Around this time last year, I handed over our newsletter to our Director of Operations,  Sarah Morkin, who wrote of her Grandmother, an Opera Singer who was helped tremendously by her community during hard times. It quickly became one of our most popular features ever.  I’m pleased to invite Sarah back again this July to share another story from her own family on the impact that a community organization has had on their lives during the last year.  Enjoy!
-Ryan

This time last year, I wrote about the wisdom of my grandmother and importance of community in hard times. This month, I wish to share with you the wisdom of my toddlers and how a playground squabble unexpectedly led to a moment of gratitude and clarity.

As we all know, we have spent the last year stuck indoors in isolation, and most of us have been slowly forgetting how to effectively communicate. Eventually, when we are able to once again safely gather, I think we will have a new found appreciation for easy and carefree face-to-face communication.

I’m the mother of soon-to-be 3-year-old twins: Alexandra is my sharp-witted, creative, social butterfly with a tenacious and caring soul. Henry is my gentle giant, quiet but very sweet, intelligent, and analytical in his approach to most things… aside from physical coordination. In that department, our little man’s talent for clumsiness can have us painfully restraining bursts of laughter. These two kids could not be more different and yet they are similar in such beautiful ways. They are the yin and yang, chaos and order of my world and it is my life’s privilege to experience each day through their eyes.

Last month I received a call from our pre-school regarding a dispute on the playground with my gentle giant and another little boy. Each had been vying for the same toy and, apparently, they both lost out. Henry came home that day with an incident report and a blue-looking “tattoo” of an upper and lower set of teeth on his arm. I imagined it to be similar to those old-fashioned DIY prison tattoos that young men would don to advertise “street cred” with their fellow inmates. It was clear that whoever was responsible for this epidermal artistry wasn’t new to the craft, but I knew my kid wasn’t innocent either. Henry is built like a rock and quite tall for a boy for his age, but like his father before him, it’ll take time for him to realize his own strength, build coordination and adjust to his environment accordingly.

On our drive home, I led a conversation with both my kids on the importance of communication, patience and sharing. As I broke down the logic of sharing, I realized everything I was saying was in direct conflict with the safety precautions I’ve been asking of them over the past year. We’ve been in countless situations where the kiddos have wanted to play with others, share toys and give hugs… and in those particular circumstances it wasn’t safe. As an extroverted hugger with a European family that gives kisses on the cheek as a conventional greeting, it was heartbreaking and contradictory to my natural reflexes. Switching hats and looking at the issue as a parent, I had to respect public health directives and the comfort levels of all the parents we crossed paths with. We’d constantly been in-and-out of these social grey areas — it was exhausting to always know for certain what was appropriate. I’m quite sure we’re not the only ones feeling the same way. Whether you’re at a community park, walking along nature trails, or even going down the sidewalk, parents and kids alike take on a conflicted expression as we cross paths with each other.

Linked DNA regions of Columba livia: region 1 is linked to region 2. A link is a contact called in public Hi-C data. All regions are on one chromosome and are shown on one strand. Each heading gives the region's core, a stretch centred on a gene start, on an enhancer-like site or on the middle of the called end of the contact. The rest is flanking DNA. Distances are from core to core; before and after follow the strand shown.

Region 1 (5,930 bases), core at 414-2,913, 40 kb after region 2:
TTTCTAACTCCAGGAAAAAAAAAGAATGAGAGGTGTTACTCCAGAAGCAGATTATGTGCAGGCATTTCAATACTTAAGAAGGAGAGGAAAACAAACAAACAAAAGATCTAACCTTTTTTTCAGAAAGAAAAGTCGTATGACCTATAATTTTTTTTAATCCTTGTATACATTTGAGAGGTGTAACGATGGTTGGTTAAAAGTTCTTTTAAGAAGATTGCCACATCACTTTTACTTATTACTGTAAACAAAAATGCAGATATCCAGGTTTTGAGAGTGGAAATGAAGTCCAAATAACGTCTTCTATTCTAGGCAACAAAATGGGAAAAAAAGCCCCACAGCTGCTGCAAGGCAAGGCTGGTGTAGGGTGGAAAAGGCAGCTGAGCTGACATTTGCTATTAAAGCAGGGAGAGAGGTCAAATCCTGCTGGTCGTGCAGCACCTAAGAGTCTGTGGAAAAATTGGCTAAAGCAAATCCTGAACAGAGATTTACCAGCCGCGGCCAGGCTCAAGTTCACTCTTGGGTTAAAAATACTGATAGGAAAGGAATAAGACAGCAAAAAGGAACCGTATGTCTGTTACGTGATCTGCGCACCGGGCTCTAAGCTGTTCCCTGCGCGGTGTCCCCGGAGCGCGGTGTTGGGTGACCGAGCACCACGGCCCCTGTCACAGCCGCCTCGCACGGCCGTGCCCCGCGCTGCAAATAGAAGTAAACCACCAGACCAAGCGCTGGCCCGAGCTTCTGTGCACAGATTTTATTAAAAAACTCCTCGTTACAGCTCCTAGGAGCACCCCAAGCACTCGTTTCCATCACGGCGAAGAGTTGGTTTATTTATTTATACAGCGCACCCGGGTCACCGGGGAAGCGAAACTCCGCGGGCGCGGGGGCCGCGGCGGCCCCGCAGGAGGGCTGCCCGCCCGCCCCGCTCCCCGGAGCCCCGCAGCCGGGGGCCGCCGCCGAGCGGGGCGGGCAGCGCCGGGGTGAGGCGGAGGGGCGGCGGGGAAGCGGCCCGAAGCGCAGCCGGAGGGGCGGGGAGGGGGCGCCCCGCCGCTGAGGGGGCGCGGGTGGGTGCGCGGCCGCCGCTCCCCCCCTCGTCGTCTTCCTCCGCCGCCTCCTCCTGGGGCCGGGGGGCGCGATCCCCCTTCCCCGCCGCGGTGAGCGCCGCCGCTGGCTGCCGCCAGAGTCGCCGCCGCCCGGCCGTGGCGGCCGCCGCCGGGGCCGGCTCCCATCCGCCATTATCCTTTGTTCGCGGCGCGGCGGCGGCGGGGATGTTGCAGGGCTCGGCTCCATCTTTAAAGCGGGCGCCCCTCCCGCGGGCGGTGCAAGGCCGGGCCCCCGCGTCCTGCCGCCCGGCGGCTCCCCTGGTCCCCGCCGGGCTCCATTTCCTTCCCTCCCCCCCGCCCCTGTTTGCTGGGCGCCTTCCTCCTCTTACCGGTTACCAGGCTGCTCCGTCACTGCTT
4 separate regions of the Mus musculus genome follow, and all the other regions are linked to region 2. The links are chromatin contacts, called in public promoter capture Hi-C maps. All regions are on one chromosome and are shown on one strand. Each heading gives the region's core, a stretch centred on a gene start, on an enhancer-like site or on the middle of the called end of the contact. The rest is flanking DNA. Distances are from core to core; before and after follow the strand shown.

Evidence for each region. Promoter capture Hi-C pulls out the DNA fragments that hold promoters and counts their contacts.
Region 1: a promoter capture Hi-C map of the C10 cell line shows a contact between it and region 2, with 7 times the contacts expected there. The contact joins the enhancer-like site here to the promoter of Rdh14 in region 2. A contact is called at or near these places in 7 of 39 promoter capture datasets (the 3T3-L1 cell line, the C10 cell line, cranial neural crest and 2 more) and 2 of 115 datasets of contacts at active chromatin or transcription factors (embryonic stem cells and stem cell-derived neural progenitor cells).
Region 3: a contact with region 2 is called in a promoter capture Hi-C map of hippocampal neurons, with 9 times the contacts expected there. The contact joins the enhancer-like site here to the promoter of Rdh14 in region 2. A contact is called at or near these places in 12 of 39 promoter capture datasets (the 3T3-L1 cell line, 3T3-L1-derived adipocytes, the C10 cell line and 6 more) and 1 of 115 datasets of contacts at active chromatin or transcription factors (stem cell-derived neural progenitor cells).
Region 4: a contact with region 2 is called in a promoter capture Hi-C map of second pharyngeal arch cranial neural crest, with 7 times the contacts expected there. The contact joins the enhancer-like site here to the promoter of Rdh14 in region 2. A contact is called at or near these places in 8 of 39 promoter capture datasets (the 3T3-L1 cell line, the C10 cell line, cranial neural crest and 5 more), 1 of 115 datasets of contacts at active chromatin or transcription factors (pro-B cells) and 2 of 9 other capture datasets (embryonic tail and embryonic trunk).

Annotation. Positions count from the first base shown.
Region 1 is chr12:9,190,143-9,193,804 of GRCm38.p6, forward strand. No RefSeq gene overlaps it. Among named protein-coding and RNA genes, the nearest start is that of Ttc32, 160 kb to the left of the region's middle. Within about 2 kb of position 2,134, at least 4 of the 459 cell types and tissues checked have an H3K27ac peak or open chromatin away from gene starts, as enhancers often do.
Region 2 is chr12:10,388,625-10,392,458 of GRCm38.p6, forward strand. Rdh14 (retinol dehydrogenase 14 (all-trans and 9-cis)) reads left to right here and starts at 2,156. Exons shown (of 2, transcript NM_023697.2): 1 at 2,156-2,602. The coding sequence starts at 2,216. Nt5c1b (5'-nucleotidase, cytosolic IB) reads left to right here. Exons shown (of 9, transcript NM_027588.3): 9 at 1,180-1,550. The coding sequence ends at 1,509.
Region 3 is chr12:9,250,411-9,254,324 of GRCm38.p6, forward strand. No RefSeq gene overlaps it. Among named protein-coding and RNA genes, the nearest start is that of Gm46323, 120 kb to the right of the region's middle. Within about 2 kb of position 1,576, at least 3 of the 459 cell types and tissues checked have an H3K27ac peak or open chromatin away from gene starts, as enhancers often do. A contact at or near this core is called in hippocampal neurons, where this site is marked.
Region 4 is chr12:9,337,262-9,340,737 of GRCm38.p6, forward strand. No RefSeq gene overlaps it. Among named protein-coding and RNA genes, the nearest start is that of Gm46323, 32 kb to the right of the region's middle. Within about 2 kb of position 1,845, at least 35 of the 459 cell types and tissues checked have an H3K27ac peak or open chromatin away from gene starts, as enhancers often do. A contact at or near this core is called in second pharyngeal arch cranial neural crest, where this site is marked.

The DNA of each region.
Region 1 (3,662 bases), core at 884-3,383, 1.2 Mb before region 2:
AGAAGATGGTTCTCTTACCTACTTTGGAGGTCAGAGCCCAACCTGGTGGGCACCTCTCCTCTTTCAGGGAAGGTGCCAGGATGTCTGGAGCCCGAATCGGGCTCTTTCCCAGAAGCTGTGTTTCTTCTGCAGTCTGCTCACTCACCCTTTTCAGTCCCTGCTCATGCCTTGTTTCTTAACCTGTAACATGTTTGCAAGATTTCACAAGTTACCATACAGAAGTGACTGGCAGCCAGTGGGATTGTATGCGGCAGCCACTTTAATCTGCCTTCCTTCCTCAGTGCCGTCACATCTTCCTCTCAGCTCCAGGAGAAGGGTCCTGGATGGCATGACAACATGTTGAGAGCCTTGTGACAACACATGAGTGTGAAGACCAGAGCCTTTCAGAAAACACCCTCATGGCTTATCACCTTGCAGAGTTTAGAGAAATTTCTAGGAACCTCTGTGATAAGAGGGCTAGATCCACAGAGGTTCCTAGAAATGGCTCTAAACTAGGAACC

Learning to Communicate

That night, I had a conversation with my fiancé Andre about how we should approach the incident at school in a way that was clear to understand for a toddler. As we scratched our heads in search of the right words, my mind drifted back to a time when he and I were learning how to handle these types of situations. For context, when a very kind ultrasound technician broke the news that we were expecting twins, my brain quickly shifted into a slight panic-stricken research mode, seeking out any resource we could find to prepare for the big changes ahead.

It was early spring in 2018, I was very pregnant, and we’d registered for several workshops at a local organization called ChildREACH. We were sitting in a room with other couples, discussing important things like de-escalation strategies and overcoming barriers to communication. I remember sitting in that room with an overwhelming sense of gratefulness to have my partner there learning with me, in a safe space that was led by educated specialists. Each of those courses were made available to families at almost no cost, during a time when we were counting every penny. We were provided with more than just abstract theories but concrete examples of how to be mindful parents, as well as mindful partners. With each passing class we eagerly took notes, shared insights with other parents and often caught ourselves giggling uncontrollably at all the madness that lay ahead.